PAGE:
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HT 12 Exam 1

QuestionAnswer
surgery tissue is removed in surgery, in the physician's office or at postmortem
grossing the tissue is described and dissected, looking for abnormalities
fixation stabilization of proteins to prevent autolysis and putrefaction
processing dehydration-->clearing-->infiltration to embed the tissue in a solid medium firm to enable thin sections to be cut
embedding orientation of the tissue in infiltration medium and allowing it to soldify
microtomy the sectioning of tissue for examination by microscopy
cover-slipping a mounting medium
purpose of fixation a. Stabilization of proteins to prevent autolysis and putrefaction b. Maintain proper relationship between cells and extracellular material
Discuss the goal of tissue processing To embed the tissue in a solid medium firm enough to support the tissue and give it sufficient rigidity to enable thin sections to be cut, and yet soft enough no to damage the knife or tissue
Define and discuss dehydration the removal of free water from tissue
Define and discuss clearing to remove the dehydrating fluid from the tissue
Define and discuss infiltration Maintains structure of tissue for cutting
Define and describe embedding Fixing the tissue specimen firmly into the embedding medium, allowing it to harden-->ready to cut
Describe microtomy and the use of a microtome a. The sectioning of tissue for examination by microscopy b. Sections routinely cut at 4-6 microns (um)
Discuss staining as it applies to Histotechnology Tissue is stained to aid in light microscopy
Discuss cover-slipping Protection and for better viewing under the microscope
Pathology study of disease
Histology study of tissues
Cytology study of cells
Histologist a scientist who specializes in the study of tissues
Histotechnology a technical histology concerned especially with preparing and processing histological specimens
Histotechnician/histotechnologist a technician who specializes in histotechnology
Biopsy removal of living tissue for examination under the microscope
Autolysis cell breakdown
Putrefaction rotting degradations from micro organs
Postmortem an examination of a dead body to determine the cause of death
Miscible forming a homogeneous mixture when added together
Microtome an instrument used to cut a specimen, as of organic tissue, into thin sections for microscopic examination
define and describe embedding Orientation of the tissue in infiltration medium and allowing it to solidify. Also known as casting or blocking. Areas of interest should be embedded down.
Describe the proper specimen orientation when embedding SKIN and other structures with a wall (layers) Wall tissues must be embedded on edge (gallbladder, intestine, skin)
describe the proper specimen orientation when embedding tubular structures tubular structures (with a LUMEN) are embedded in cross section (on end)
Describe proper specimen orientation when embedding bone. Embedding at an angle. It allows knife edge to cut into a small area first and gradually cut through the remainder of the tissue (diagonal).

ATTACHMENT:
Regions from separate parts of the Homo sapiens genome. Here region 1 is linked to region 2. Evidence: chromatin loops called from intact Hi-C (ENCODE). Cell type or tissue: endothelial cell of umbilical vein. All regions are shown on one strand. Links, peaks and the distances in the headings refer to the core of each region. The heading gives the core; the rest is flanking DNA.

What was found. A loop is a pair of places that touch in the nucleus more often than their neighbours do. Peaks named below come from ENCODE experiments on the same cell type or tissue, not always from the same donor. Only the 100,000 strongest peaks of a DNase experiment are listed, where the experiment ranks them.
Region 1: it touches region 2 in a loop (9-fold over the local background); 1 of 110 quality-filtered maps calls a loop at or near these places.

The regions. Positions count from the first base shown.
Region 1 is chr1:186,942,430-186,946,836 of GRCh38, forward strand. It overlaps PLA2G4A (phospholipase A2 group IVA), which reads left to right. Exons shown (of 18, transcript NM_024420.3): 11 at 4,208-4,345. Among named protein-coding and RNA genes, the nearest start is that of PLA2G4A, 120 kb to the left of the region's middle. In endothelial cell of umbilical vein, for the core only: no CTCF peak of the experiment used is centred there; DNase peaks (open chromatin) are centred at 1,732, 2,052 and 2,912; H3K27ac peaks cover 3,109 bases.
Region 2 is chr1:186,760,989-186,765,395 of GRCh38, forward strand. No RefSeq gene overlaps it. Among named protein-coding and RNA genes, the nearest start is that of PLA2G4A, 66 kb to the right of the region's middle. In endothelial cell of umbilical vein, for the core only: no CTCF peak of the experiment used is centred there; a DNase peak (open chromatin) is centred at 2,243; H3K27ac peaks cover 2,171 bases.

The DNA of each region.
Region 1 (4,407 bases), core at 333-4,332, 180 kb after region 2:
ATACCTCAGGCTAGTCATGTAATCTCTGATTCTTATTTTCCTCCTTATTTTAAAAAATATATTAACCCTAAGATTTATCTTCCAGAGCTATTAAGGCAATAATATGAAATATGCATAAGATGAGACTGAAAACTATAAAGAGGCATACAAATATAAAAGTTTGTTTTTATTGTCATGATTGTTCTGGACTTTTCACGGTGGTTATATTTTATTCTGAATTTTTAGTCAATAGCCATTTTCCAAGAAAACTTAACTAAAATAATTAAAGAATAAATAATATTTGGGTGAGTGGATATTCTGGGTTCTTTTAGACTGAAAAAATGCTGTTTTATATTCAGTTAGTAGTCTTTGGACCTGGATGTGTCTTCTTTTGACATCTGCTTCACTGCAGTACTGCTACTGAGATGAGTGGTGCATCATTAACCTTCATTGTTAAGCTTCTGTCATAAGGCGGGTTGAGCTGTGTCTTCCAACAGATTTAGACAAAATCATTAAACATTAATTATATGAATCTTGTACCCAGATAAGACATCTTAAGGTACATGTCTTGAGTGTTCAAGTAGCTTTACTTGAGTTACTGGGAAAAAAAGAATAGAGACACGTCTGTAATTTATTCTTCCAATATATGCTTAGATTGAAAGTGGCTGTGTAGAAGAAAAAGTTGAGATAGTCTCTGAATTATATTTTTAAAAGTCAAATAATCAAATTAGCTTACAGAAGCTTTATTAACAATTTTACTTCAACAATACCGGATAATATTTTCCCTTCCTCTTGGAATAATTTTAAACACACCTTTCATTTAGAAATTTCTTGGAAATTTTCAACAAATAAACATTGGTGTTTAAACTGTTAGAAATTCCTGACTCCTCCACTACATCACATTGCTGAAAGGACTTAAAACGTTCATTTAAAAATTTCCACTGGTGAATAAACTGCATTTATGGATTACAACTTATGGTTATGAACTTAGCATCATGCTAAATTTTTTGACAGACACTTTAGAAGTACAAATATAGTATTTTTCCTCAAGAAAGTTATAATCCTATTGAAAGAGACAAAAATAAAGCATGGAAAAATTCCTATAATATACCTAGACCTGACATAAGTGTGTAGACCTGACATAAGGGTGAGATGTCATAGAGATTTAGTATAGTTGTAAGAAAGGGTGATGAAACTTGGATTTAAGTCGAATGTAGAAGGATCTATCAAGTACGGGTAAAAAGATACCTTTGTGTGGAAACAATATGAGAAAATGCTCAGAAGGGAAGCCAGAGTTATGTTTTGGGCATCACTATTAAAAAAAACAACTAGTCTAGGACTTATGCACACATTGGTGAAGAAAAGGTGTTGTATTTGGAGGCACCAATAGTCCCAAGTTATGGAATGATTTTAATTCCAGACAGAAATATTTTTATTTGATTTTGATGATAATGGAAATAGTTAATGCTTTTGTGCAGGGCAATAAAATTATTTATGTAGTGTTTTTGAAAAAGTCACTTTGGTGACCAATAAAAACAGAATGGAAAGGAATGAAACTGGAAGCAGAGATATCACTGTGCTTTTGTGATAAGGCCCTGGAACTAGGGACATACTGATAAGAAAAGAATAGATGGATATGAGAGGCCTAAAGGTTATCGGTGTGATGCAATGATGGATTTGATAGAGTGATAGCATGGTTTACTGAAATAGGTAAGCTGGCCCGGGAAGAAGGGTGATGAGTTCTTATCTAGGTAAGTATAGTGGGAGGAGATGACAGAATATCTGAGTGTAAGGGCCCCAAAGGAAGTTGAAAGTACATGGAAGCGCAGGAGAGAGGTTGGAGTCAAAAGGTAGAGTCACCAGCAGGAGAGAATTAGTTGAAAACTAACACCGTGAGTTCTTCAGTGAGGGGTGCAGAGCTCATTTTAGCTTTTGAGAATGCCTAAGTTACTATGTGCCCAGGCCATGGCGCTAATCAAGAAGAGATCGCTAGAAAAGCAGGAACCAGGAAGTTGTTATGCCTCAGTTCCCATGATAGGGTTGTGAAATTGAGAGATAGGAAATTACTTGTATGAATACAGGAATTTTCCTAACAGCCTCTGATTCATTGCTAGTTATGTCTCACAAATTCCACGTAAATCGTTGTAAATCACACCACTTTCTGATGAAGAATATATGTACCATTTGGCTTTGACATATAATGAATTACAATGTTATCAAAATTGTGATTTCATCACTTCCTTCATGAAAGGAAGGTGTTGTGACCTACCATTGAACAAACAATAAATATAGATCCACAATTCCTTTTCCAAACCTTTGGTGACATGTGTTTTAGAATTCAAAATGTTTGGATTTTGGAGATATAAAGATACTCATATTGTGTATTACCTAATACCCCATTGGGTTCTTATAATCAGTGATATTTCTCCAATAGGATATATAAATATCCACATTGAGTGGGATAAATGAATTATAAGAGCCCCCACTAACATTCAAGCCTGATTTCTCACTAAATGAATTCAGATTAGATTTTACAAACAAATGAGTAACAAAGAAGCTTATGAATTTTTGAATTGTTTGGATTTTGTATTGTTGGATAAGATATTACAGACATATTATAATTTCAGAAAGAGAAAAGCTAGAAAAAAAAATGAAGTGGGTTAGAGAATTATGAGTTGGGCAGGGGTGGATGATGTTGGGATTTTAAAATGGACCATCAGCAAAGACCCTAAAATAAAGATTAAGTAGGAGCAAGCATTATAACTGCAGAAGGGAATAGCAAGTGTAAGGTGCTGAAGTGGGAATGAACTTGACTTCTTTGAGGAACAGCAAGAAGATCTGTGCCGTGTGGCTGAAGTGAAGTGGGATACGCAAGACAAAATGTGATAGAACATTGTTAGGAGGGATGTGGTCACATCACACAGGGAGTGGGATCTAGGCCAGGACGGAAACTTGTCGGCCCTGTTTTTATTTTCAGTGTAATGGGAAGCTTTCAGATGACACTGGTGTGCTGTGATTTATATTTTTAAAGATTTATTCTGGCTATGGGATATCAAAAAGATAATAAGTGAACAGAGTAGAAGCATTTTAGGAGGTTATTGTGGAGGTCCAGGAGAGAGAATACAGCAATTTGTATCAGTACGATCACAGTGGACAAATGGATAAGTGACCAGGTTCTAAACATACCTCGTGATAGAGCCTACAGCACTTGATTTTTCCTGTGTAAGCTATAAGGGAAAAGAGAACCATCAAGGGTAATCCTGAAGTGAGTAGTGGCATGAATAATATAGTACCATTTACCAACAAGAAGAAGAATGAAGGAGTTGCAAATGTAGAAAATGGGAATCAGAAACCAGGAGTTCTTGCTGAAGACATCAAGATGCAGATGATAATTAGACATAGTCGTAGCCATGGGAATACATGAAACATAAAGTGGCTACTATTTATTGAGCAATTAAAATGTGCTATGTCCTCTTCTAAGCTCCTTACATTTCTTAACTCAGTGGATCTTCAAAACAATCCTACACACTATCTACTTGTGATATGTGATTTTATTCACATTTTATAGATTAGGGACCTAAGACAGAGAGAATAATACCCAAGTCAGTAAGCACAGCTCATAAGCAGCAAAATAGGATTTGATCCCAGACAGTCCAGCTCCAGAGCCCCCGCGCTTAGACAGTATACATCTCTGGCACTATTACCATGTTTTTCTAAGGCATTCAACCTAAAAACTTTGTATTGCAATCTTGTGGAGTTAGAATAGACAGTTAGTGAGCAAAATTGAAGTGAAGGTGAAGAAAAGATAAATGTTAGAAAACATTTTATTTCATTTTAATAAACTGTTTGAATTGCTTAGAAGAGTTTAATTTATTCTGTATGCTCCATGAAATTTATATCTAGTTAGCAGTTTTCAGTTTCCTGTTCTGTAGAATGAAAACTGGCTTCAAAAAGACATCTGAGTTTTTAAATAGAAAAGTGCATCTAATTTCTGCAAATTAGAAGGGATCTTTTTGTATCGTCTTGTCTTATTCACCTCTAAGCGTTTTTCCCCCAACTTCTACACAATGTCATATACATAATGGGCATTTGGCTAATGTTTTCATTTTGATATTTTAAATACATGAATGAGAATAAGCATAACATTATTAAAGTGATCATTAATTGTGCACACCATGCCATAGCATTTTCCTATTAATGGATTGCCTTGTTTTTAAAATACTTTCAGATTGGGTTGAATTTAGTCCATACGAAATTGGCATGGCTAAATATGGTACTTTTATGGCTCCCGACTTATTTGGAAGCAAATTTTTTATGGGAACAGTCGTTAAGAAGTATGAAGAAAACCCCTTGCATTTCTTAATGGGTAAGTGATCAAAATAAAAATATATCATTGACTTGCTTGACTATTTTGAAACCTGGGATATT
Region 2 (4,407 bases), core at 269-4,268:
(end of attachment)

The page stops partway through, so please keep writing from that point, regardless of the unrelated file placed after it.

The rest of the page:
Describe double embedding Tissues embedded in a medium and then re-embedded in paraffin. Used to orientate difficult specimens.
Demonstrate the use of quality control in embedding Recording number of pieces and blocks submitted, plus any special instructions (stains, embedding instructions). Only embed one cassette at a time, ensure forceps are clean between embedding different tissues.
Define longitudinal section cut that is parallel to the longest dimension
Define transverse section a cut that is perpendicular to the longest dimension
Define oblique section any cut made between the longitudinal plane and the transverse plane
Define tangential section a cut that only touches or grazes the surface
Define sagittal section a cut that divides into left and right
Define lumen the space within an artery, vein, intestine or tube.
Describe proper embedding techniques of proper orientation, prevention of contamination and optimal tissue support. Clean the forceps between embedding of different tissues to prevent cross contamination. Areas of interest should be tampered so that the tissues lays flat down ensuring the entire specimen is cut. Cooling the blocks as rapidly as possible.
Define use of tampers, base molds and cassettes. Tampers are used to flatten tissue in the mold. Base molds form the shape of the block to be sectioned (reusable, disposable, and peel away). Cassettes hold and identify the specimen to be embedded.
Discuss the marking of specimens during grossing Area of interest can be marked with a notch or ink. Some facilities use "ink side up" while others use "ink side down." India ink, Davidson Marking, tissue dyes, silver nitrate, and tattoo ink.
Discuss optimal temperatures for the embedding center components. 2-4 C above melting point for the paraffin.
rotary microtome embedded tissue passes over the knife edge cutting the section. each turn advances the number of micrometers. used in cryostats. (most common)
sliding microtome block is held stationary and the knife travels over the specimen. block advances up to the knife at a preset distance. usually used for larger blocks in research
freezing microtome knife moves over the specimen on a stage, advancing upward after each cut. liquid CO2 supplied to the tissue for freezing. sections floated in distilled water
sledge microtome sample is placed into a fixed holder, which then moves backwards and forwards across a knife cuts sections of plastic, wood, and other hard materials cuts sections at 1-60 um biconcave knives